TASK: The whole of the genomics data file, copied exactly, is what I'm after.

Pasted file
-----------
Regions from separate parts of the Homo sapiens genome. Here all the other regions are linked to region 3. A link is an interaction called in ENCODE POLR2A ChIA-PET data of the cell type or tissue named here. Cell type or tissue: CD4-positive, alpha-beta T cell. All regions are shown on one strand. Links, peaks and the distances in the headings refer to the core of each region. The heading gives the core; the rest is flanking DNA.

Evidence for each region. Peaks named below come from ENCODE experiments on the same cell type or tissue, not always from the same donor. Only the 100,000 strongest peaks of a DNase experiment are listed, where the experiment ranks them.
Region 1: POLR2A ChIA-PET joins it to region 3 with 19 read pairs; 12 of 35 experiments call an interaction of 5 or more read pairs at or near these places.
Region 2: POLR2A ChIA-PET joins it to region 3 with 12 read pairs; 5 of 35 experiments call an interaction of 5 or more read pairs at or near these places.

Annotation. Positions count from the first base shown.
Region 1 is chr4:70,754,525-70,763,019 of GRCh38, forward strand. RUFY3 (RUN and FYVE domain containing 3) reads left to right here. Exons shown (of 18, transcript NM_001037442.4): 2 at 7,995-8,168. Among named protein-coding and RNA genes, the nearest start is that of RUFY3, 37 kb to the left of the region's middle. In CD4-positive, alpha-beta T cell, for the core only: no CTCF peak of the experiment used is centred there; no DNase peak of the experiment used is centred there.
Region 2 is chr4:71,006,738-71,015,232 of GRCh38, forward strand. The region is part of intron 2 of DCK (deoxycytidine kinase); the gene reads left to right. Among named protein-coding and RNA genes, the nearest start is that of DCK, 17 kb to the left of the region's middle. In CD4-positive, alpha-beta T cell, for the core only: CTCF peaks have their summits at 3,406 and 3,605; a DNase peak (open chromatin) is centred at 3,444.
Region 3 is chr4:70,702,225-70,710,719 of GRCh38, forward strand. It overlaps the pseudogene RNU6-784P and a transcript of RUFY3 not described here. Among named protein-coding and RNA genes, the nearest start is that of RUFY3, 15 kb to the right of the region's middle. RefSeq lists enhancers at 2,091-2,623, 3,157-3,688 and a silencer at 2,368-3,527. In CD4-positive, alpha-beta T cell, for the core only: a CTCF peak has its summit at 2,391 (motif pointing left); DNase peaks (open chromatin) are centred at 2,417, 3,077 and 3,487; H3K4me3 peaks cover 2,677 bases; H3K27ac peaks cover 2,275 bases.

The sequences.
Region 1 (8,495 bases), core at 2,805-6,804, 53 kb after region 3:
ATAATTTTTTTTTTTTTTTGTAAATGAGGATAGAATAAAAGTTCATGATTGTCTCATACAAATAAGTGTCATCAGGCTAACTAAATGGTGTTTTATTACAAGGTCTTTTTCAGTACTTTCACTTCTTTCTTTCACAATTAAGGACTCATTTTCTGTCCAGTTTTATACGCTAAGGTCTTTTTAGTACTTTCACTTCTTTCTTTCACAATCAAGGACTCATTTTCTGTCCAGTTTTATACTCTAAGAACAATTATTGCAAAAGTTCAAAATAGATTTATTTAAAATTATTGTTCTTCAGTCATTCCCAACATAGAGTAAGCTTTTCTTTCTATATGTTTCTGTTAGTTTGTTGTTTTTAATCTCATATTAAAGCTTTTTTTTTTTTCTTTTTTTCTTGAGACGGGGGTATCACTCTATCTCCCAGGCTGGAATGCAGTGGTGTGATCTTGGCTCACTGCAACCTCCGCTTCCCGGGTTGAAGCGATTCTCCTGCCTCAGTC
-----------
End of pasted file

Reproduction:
Regions from separate parts of the Homo sapiens genome. Here all the other regions are linked to region 3. A link is an interaction called in ENCODE POLR2A ChIA-PET data of the cell type or tissue named here. Cell type or tissue: CD4-positive, alpha-beta T cell. All regions are shown on one strand. Links, peaks and the distances in the headings refer to the core of each region. The heading gives the core; the rest is flanking DNA.

Evidence for each region. Peaks named below come from ENCODE experiments on the same cell type or tissue, not always from the same donor. Only the 100,000 strongest peaks of a DNase experiment are listed, where the experiment ranks them.
Region 1: POLR2A ChIA-PET joins it to region 3 with 19 read pairs; 12 of 35 experiments call an interaction of 5 or more read pairs at or near these places.
Region 2: POLR2A ChIA-PET joins it to region 3 with 12 read pairs; 5 of 35 experiments call an interaction of 5 or more read pairs at or near these places.

Annotation. Positions count from the first base shown.
Region 1 is chr4:70,754,525-70,763,019 of GRCh38, forward strand. RUFY3 (RUN and FYVE domain containing 3) reads left to right here. Exons shown (of 18, transcript NM_001037442.4): 2 at 7,995-8,168. Among named protein-coding and RNA genes, the nearest start is that of RUFY3, 37 kb to the left of the region's middle. In CD4-positive, alpha-beta T cell, for the core only: no CTCF peak of the experiment used is centred there; no DNase peak of the experiment used is centred there.
Region 2 is chr4:71,006,738-71,015,232 of GRCh38, forward strand. The region is part of intron 2 of DCK (deoxycytidine kinase); the gene reads left to right. Among named protein-coding and RNA genes, the nearest start is that of DCK, 17 kb to the left of the region's middle. In CD4-positive, alpha-beta T cell, for the core only: CTCF peaks have their summits at 3,406 and 3,605; a DNase peak (open chromatin) is centred at 3,444.
Region 3 is chr4:70,702,225-70,710,719 of GRCh38, forward strand. It overlaps the pseudogene RNU6-784P and a transcript of RUFY3 not described here. Among named protein-coding and RNA genes, the nearest start is that of RUFY3, 15 kb to the right of the region's middle. RefSeq lists enhancers at 2,091-2,623, 3,157-3,688 and a silencer at 2,368-3,527. In CD4-positive, alpha-beta T cell, for the core only: a CTCF peak has its summit at 2,391 (motif pointing left); DNase peaks (open chromatin) are centred at 2,417, 3,077 and 3,487; H3K4me3 peaks cover 2,677 bases; H3K27ac peaks cover 2,275 bases.

The sequences.
Region 1 (8,495 bases), core at 2,805-6,804, 53 kb after region 3:
ATAATTTTTTTTTTTTTTTGTAAATGAGGATAGAATAAAAGTTCATGATTGTCTCATACAAATAAGTGTCATCAGGCTAACTAAATGGTGTTTTATTACAAGGTCTTTTTCAGTACTTTCACTTCTTTCTTTCACAATTAAGGACTCATTTTCTGTCCAGTTTTATACGCTAAGGTCTTTTTAGTACTTTCACTTCTTTCTTTCACAATCAAGGACTCATTTTCTGTCCAGTTTTATACTCTAAGAACAATTATTGCAAAAGTTCAAAATAGATTTATTTAAAATTATTGTTCTTCAGTCATTCCCAACATAGAGTAAGCTTTTCTTTCTATATGTTTCTGTTAGTTTGTTGTTTTTAATCTCATATTAAAGCTTTTTTTTTTTTCTTTTTTTCTTGAGACGGGGGTATCACTCTATCTCCCAGGCTGGAATGCAGTGGTGTGATCTTGGCTCACTGCAACCTCCGCTTCCCGGGTTGAAGCGATTCTCCTGCCTCAGTC